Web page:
Daily Archives: March 30, 2010
UPDATE: Link fixed!
This intentionally goofy 70’s kung fu movie is one of my favorites. Here’s a review that explains its charm quite well. Lots of screenshots, too.
Just bear in mind that Shorty and Fatty are dubbed to sound like Stan & Ollie….
Here’s the opening credits, demonstrating the basic moves behind monkey kung fu, and playing some funky Seventies music with brass.
Apparently, this movie was directed by the same guy who brought Jackie Chan his big breakthrough.
Those crazy Wolverines from U of M have found themselves a genuine mystery in the ancient Italian town of Gabii.
Gabii was one of Rome’s early neighbors and rivals in the surrounding region of Latium, occupying a highly defensible position between lakes. It sat on top of a big chunk of fireproof volcanic rock, though, so when Rome grew powerful, it built itself bigger by diminishing Gabii. However, as it became a backwater, Gabii had a second life as a Roman lake resort town.
There were eleven classical statues found at Gabii and put in the Borghese Museum. Napoleon bought them and stuck them in the Louvre. There was also a beautiful colored mosaic floor found in the ruins of a villa in Gabii, which Borghese sold to Hervey, the Earl of Bristol, for use at his country seat. I’m looking for a picture of that.
St. Symphorosa’s husband St. Getulius was supposed to have hailed from Gabii. He decided to retire from the Army without asking because of his Christian views, and was executed with six relatives and converted friends for his pains. St. Primitivus, one of them, had his body thrown into the lake; St. Exuperantius recovered it. So Gabii had ruins of an old church of St. Primitivus, at least in the 19th century.
Here’s Gabii on Google Maps. See where it says you’re looking at what used to be Lake Regillus, of the famous battle?
At the moment there’s no Street View, but there’s some kind of panorama thing from Google Earth. It apparently points you right at the temple of Juno.
Here’s an old book describing a short jaunt from Rome to the ruins of Gabii, along the Via Prenestina. Very useful for identifying what you see on Google Maps.
Apparently, Funimation is releasing a whole bunch of Shaw Brothers kung fu flicks on DVD. (Via Instapundit.)
The exciting bit is that one of these is a flick called The 14 Amazons. It’s based on the old story called The Yang Heroes.
The Yang clan was famous for being a clan of great military skill, producing many generals. Of course all the men went to serve the emperor in his army, when they were old enough, leaving the capable women of the clan to run things at their border home. But then there was a sudden invasion of Hsia barbarians, and every man in the Yang clan got killed.
As often happens in this sort of tale, the surviving female members of the clan just designate the eldest girl a boy, for all military and clan leadership purposes, and go on. (Since this came out long before the Mulan story was on American radar, a lot of reviewers mistook this point. But the actress is playing a girl whom everyone knows is just pretending to be a boy for clan purposes; the actress is not playing a boy. This is courtesy of the Amazon reviewer, who references Jessica Amanda Salmonson’s website.) There are a lot of women running around Chinese opera getting mistaken for boys, or disguising themselves as boys for various reasons. So the convention is just to take the costume as totally convincing, like the way nobody ever recognizes Superman when he’s wearing glasses.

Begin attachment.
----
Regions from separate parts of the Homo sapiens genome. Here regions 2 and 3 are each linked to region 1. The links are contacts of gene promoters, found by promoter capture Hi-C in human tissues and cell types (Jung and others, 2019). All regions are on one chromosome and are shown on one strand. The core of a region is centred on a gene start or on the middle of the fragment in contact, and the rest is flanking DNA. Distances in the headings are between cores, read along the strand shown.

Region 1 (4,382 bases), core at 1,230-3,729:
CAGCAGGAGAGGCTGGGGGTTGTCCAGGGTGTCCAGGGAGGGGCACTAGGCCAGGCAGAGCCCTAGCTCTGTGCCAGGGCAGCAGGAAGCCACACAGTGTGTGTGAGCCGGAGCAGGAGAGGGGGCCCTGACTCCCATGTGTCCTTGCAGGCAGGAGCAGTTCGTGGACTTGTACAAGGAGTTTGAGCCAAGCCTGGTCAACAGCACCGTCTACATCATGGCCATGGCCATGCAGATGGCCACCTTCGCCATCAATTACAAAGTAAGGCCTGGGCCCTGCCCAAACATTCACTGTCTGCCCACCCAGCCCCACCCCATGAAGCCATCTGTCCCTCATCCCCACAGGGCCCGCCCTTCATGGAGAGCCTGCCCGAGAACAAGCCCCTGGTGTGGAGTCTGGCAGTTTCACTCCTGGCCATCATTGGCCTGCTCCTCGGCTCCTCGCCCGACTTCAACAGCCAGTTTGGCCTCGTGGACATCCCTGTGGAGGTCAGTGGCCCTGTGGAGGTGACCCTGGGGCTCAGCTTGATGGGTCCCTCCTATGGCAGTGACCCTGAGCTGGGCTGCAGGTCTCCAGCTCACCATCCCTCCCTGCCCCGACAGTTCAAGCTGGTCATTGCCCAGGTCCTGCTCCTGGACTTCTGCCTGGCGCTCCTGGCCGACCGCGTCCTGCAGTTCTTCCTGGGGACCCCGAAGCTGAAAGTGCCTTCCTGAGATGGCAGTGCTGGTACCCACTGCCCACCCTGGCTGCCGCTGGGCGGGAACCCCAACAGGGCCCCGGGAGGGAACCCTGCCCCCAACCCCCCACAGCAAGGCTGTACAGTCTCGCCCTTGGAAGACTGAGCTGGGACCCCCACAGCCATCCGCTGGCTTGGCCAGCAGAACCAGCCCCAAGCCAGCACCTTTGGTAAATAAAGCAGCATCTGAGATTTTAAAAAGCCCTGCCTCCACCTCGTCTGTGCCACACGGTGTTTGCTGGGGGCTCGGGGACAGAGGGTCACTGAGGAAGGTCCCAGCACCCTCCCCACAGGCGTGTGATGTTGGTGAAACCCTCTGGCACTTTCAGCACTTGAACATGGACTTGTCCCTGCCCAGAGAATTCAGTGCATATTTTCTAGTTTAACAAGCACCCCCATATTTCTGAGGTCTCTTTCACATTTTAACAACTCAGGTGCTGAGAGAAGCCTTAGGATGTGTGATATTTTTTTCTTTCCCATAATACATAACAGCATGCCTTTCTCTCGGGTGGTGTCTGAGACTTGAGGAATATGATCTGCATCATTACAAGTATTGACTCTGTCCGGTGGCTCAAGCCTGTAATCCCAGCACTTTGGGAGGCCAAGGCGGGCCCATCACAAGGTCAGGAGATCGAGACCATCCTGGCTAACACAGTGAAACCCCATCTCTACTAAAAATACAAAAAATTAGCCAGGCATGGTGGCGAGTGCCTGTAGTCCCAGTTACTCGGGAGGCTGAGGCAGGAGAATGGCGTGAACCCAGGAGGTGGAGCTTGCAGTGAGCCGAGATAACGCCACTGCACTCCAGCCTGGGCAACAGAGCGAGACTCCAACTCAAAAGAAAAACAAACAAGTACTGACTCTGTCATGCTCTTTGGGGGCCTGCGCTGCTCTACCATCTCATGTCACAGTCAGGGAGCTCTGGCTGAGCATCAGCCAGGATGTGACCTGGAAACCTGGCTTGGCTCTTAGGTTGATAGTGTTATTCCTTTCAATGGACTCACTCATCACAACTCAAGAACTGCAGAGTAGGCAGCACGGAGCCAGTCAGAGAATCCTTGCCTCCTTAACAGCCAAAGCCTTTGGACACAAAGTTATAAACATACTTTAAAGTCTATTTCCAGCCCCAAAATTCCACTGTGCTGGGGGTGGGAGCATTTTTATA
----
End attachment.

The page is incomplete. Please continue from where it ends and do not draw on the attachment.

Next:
But unfortunately, when the Yang ladies sent a warning to the emperor that his borders had been breached, he decided to send negotiators instead of armies — and the barbarians weren’t interested in negotiations. Out of time, and with nobody else able to save their country, the ladies of the Yang clan ride out to take care of the matter themselves….
This movie got a lot of awards and kudos back when it was made, for paying attention to the rigors of a pre-modern military campaign and for showing the bonds between women in a clan and household. I always like best the martial arts stories with historical weapons, so this is right up my alley.
Re: the abuse case of the late Fr. Lawrence Murphy, as reported all over the place, the judicial vicar from Milwaukee back then has written a very interesting article about the case. It appears in the Catholic Anchor, an archdiocesan newspaper out of Anchorage, Alaska. Here it is with Fr. Z’s interesting glosses. (Because canon law has its own weird way of putting things, and it’s easy for us non-lawyers to miss significant wording.)
Why did such an article, with such in-depth information, appear only in Alaska?
As the writer says: “The fact that I presided over this trial and have never once been contacted by any news organization for comment speaks for itself.”
Even the news media have reported that when matters were originally reported to the civil authorities, they did not believe the deaf children and refused to prosecute Fr. Murphy. This was never pursued further by civil authorities, in any of the waves of attention to clerical child abuse. As part of cleaning house, it was the archdiocese that pursued the matter. A little late, you might say, but it was done.
One interesting part is that the ex-vicar general claims in this article that all the quotes attributed to him from handwritten notes were not handwritten by him, and that he can’t imagine who they did come from. He notes that the lack of factchecking wasn’t what he was taught to do in journalism class….
Here’s the most important quote: “….on the day that Father Murphy died, he was still the defendant in a church criminal trial.”
Which I can believe. Canon law investigation and trial is slow and careful.
The article ends with something I haven’t seen in quite a while — his email and phone number. Obviously, he is begging for reporters elsewhere to call him and get the story.